New York, NY, February 7, 2002—Writers throughout North America hailed the release of a Mexican general jailed for more than eight years for essays advocating human rights reforms for the armed forces in Mexico. PEN centers in New York, Los Angeles, Toronto and Quebec called the abrupt release of Brigadier General José Francisco Gallardo Rodríguez two weeks before his case was to go before the Inter-American Court of Human Rights “the culmination of a tireless campaign by Gallardo’s family and human rights champions around the world, and the most heartening sign yet that President Vicente Fox intends to keep his often-quoted promises to lead Mexico into a new era of respect for human rights and international law.”

Mexican poet Homero Aridjis, President of International PEN, hailed General Gallardo’s release as “an important victory for freedom of speech and a significant advance of justice in Mexico. PEN Centers worldwide who defended Gallardo’s cause during the past eight years now celebrate his liberation. He is a Mexican Dreyfus.”

“We congratulate General Gallardo and his family and commend them for their courage through eight years of unjust imprisonment,” said representatives of PEN Canada and PEN American Center in a joint statement. “General Gallardo’s refusal to be silenced despite a Kafkaesque legal ordeal has been an inspiration to human rights activists in Mexico and around the world, and his release gives rise to the hope that the reforms he has long advocated may indeed come to pass.”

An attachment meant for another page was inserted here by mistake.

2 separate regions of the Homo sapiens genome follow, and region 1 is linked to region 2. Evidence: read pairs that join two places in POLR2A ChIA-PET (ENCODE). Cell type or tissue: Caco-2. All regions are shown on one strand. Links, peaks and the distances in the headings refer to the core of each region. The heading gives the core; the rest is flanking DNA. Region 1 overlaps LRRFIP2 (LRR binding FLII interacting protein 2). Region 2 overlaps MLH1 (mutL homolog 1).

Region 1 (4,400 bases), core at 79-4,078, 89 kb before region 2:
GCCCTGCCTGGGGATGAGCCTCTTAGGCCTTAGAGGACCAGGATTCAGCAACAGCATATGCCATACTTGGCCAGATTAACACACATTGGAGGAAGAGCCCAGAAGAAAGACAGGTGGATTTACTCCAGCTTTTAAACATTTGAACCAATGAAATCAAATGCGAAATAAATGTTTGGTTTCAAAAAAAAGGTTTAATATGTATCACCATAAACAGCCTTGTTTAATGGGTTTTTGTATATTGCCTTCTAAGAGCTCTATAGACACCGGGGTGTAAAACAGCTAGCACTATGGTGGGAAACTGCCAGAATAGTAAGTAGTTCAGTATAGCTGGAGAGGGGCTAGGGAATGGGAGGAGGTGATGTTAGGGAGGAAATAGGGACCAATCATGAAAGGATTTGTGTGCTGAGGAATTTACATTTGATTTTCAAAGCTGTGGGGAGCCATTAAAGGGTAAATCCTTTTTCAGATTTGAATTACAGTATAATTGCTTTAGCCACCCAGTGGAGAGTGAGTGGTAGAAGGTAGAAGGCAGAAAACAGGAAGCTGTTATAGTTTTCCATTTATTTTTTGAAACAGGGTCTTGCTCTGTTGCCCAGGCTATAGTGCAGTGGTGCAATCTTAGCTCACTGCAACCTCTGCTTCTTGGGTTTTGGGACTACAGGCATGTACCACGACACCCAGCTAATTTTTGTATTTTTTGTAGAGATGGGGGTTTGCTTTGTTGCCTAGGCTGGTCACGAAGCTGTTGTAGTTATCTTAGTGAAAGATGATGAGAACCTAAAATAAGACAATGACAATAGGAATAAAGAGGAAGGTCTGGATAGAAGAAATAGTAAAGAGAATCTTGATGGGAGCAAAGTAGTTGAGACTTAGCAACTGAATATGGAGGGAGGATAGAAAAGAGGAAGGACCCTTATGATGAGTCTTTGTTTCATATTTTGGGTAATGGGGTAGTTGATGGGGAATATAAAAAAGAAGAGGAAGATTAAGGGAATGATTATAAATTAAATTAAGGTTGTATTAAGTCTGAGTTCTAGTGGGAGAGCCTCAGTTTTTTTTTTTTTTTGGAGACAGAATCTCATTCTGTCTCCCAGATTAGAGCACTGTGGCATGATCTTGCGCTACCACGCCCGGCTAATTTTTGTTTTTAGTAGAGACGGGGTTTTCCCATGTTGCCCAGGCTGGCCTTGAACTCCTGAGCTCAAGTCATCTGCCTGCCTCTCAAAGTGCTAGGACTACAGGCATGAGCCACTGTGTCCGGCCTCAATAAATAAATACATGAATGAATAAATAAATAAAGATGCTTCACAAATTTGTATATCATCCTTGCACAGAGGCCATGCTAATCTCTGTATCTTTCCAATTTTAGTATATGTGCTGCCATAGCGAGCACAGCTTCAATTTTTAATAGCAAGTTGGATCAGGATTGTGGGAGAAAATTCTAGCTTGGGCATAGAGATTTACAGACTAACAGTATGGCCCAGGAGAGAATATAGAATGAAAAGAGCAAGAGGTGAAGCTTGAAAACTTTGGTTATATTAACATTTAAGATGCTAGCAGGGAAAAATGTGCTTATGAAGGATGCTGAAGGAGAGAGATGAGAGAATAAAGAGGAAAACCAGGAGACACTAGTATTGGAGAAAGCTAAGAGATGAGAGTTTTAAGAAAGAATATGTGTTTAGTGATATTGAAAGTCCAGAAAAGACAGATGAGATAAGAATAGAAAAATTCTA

Gallardo was arrested in October 1993, one week after his Master’s thesis entitled “The Need for a Military Ombudsman in Mexico” was excerpted in the Mexican magazine Forum. In 1996, the Inter-American Commission on Human Rights (IACHR) reviewed his case and concluded that he was imprisoned “without reason and legal justification,” and two years later the UN Working Group on Arbitrary Detentions declared that he was being arbitrarily detained. Frustrated by the Mexican government’s refusal to comply with its 1996 recommendations and concerned for Gallardo’s safety in prison, the IACHR petitioned the Inter-American Court in December to grant Gallardo emergency measures. The Court accepted the case and had ordered the Mexican government to appear at a hearing in San Jose, Costa Rica on February 18, 2002.

Upon his release tonight from prison, the General commended the more than 50 NGOs that had supported him including International PEN, which from the beginning had called his arrest and imprisonment a clear violation of his right to freedom of expression.

Larry Siems, (212) 334-1660, ext. 105